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a slow, determined pace

a slow, determined pace

. 4 min read

I hiked with the children in the winter woods on Monday. With friends. A fellow mother and her children. We've been hiking together for years, for most of our children's lifetimes. The kids' ages align, they've been playing the same pretend game in different iterations for the last 4 years. They played it on the trail while we walk slowly. My niece, Nora, 4,  walks beside me.  Her hair is the color of blinding winter sunshine, white-blonde. Her face shows all the shades of her feelings. She has bones that break. Osteogenesis imperfecta. It's a long name for how she is both made and unmade.

"She's got a broken toe right now," her mother said when we invited her along. "She might go slow."

"We'll go at her pace," I promised, "we aren't in a hurry."

The truth is, I've been going slow along the trail for years.

Before the oldest son's arthritis was diagnosed, before we had a name for it and he'd cry and limp, we'd go slow along the trail. We wouldn't stop. We'd keep going. Fear makes you stop. Love beckons you onward. He kept going, you saw it in his eyes, how his determination would steel. He was going to keep going, he was going to see where the trail led.

So we went at his pace.

This friend who walked beside me through the bright winter sun that slots through the bare trees creating shadows that pave over our faces as we walk along, she's gone on those slow hikes with us. Years ago, she coaxed Connor across a rocky scramble over a blurbeling river near a waterfall. I sat on a boulder, nursing little girl. His arthritis was flaring, uncontrolled and unnamed through his body. Her sons frisked and leapt one boulder to another, across and back again.

Patiently, patiently, she coached Connor along, "Make your way. Look where you're going. Pick your next step and make your way." Soon he was on the other side, then back again. It wasn't long until he got lost in the climb, absorbed by the sound of the rushing river around him, the songbirds in the woods calling chick-a-dee-dee-dee, finding the next rock to take the next step. Soon he was doing it by himself. I watched, my baby curved against me, warm and snug. I watched my friend mother my son.

I think of this when we hike. Any time we hike. Especially with them. I still see his determination and her determined patience.

She went at his pace. She lent him her guidance and sturdiness until he could do it on his own.

Nora wanted to climb the big ridge. Like the big kids. Like her other cousins.

It would've been so easy to say, "careful, no don't. Not you. You can't do that."

One of Connor's physical therapists once told me that the only four letter word she ever heard was "can't."

You can see it in her eyes, the determination. She wants to climb the ridge, broken toe be damned.

So I go at Nora's speed. We climb the ridge together, we make a way. Choose our next steps carefully. Little girl, no longer a babe in arms, climbs with us, with slow determination, with intention. At Nora's speed. We climb passed small beech trees, with their translucent copper leaves, passed a loblolly pine that was struck by lightning and now hosts a family of grubs. Passed the white-paper seashell mushrooms that decompose wood—bitter oysters I know they're called. The sweet gum balls that were hard 2 months ago have softened, we crush them and watch the seeds float away on the wind. "I didn't know they did that," the girls say to each other. Their pockets fill up with treasures: smooth sticks that look like slingshots, leaves eaten and dried in such a way that they look like lace doilies. We're up so high, the river and it's cataracts change an octive. It's lower up here, we can talk without shouting. We're higher than the big boys, by a lot. The leaf litter under us sounds like crumbled newspapers and smells like what I think childhood must smell like: turned earth.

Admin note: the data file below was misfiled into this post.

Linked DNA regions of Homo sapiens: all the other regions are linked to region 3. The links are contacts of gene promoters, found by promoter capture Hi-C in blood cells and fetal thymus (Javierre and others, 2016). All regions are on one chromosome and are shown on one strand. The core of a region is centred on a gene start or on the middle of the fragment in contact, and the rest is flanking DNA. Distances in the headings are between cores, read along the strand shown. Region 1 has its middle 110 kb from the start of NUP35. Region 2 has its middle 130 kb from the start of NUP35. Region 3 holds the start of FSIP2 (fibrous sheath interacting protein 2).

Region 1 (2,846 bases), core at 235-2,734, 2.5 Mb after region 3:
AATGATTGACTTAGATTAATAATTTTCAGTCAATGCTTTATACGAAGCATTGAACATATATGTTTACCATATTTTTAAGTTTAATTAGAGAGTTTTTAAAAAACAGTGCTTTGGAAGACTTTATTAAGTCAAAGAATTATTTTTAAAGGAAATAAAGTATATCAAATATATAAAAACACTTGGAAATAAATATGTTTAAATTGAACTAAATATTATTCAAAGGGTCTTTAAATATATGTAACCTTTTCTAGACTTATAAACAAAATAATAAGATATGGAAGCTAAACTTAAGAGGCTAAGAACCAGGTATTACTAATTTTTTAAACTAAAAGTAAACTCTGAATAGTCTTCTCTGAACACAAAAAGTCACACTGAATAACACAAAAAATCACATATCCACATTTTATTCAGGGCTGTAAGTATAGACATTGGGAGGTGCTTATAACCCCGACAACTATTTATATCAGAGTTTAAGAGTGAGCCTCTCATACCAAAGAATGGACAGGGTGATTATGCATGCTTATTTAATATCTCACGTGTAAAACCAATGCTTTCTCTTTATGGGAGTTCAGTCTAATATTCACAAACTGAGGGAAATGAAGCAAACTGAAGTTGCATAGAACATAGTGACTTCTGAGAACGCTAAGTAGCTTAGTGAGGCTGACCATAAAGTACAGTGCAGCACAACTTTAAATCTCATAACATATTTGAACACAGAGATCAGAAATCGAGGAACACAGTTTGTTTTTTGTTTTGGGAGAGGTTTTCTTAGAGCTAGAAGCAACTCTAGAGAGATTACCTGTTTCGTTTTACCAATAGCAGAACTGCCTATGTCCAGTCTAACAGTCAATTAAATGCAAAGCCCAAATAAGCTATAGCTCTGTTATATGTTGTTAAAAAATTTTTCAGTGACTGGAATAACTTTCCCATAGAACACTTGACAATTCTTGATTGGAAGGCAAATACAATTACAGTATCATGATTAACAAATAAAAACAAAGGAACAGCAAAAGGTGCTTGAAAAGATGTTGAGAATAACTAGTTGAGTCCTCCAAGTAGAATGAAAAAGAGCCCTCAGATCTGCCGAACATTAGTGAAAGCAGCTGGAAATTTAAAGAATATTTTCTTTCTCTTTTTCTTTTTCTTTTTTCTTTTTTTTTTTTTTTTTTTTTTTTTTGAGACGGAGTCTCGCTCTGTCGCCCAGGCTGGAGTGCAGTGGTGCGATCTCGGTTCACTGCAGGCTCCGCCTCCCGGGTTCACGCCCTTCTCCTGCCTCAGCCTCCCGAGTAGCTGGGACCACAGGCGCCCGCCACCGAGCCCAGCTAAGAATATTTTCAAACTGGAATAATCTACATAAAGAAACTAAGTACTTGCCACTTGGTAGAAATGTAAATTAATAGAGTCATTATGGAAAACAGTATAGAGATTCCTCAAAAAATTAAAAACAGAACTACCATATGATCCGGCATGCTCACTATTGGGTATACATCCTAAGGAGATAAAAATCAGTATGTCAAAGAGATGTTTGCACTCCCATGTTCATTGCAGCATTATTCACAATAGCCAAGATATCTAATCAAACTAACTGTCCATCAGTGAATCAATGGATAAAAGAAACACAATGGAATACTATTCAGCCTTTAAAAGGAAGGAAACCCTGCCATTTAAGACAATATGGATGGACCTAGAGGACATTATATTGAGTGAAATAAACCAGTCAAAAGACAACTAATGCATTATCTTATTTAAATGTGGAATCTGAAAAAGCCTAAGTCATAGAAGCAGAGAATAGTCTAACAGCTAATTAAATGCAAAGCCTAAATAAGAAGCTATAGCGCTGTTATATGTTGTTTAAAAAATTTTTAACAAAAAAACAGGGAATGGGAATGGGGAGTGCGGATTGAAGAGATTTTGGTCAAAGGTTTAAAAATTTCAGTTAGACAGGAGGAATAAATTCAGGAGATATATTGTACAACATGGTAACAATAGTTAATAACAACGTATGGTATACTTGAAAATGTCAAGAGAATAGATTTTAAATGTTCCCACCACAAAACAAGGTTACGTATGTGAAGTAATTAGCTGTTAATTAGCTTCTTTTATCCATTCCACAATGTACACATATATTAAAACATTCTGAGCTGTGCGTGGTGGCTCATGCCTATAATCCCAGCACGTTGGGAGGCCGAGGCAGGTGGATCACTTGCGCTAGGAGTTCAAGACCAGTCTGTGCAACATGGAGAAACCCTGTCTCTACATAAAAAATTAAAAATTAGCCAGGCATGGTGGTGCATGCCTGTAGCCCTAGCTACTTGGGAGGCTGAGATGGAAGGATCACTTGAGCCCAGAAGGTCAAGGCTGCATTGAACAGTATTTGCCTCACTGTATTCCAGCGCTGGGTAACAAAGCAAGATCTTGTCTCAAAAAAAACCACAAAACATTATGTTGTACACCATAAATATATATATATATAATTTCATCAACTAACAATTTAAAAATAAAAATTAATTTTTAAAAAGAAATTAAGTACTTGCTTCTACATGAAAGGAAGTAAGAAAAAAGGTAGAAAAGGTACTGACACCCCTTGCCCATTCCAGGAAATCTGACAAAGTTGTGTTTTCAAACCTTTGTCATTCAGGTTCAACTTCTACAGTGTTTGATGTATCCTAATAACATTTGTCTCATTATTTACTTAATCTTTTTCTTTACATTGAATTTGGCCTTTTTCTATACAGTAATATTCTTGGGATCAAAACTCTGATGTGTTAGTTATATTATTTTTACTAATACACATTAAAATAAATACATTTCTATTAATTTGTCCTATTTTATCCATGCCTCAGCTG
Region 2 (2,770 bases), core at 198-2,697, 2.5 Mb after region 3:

We have to get down. I'm not sure how I didn't think this through. Up, at first, seemed impossible. Now down seems more impossible.

Until the girls begin to toboggan, on their bottoms in the leaf litter. They slide slowly down, down, down, leaving a little trail behind them. Each time they stop, it is at a spot filled with chartruse moss, impossibly green in the browns and grays of winter. They feel it with their hands, every spot they can find on the descent.

"It is so soft. How is it so soft? Nora, feel this," Little Girl says.

At the bottom, there is my friend on an outcropping of granite, watching us, watching the big boys play at war. The girls sit beside one another. Sunshine the color of Nora's hair breaks over them. The river's voice is louder now, insistent. My friend snaps a picture.

Time to go home for lunch.

With the turning of the year, I am thinking ever so much about pace. About intention. I can so easily fall pray to this idea that I must accomplish something monumental. A big list, a big task or change: What's next? What do I want to do? There is such a pull to hurry.

But then I think of these children on the trail, limping along with wonder and relentless determination. About the mothers who take the time to patiently guide them there and back again—wherever it is they want to go. Across a river, up a ridge.

Love is patient.

Wendell Berry writes, "patience/joins time to eternity."

This year, I want to remember that a slow, determined pace, midwifed by patient guides and mentors, is a good pace.

Maybe the best pace. One that is full of wonder and possibility because there are no "can't's."

It'll get us to eternity.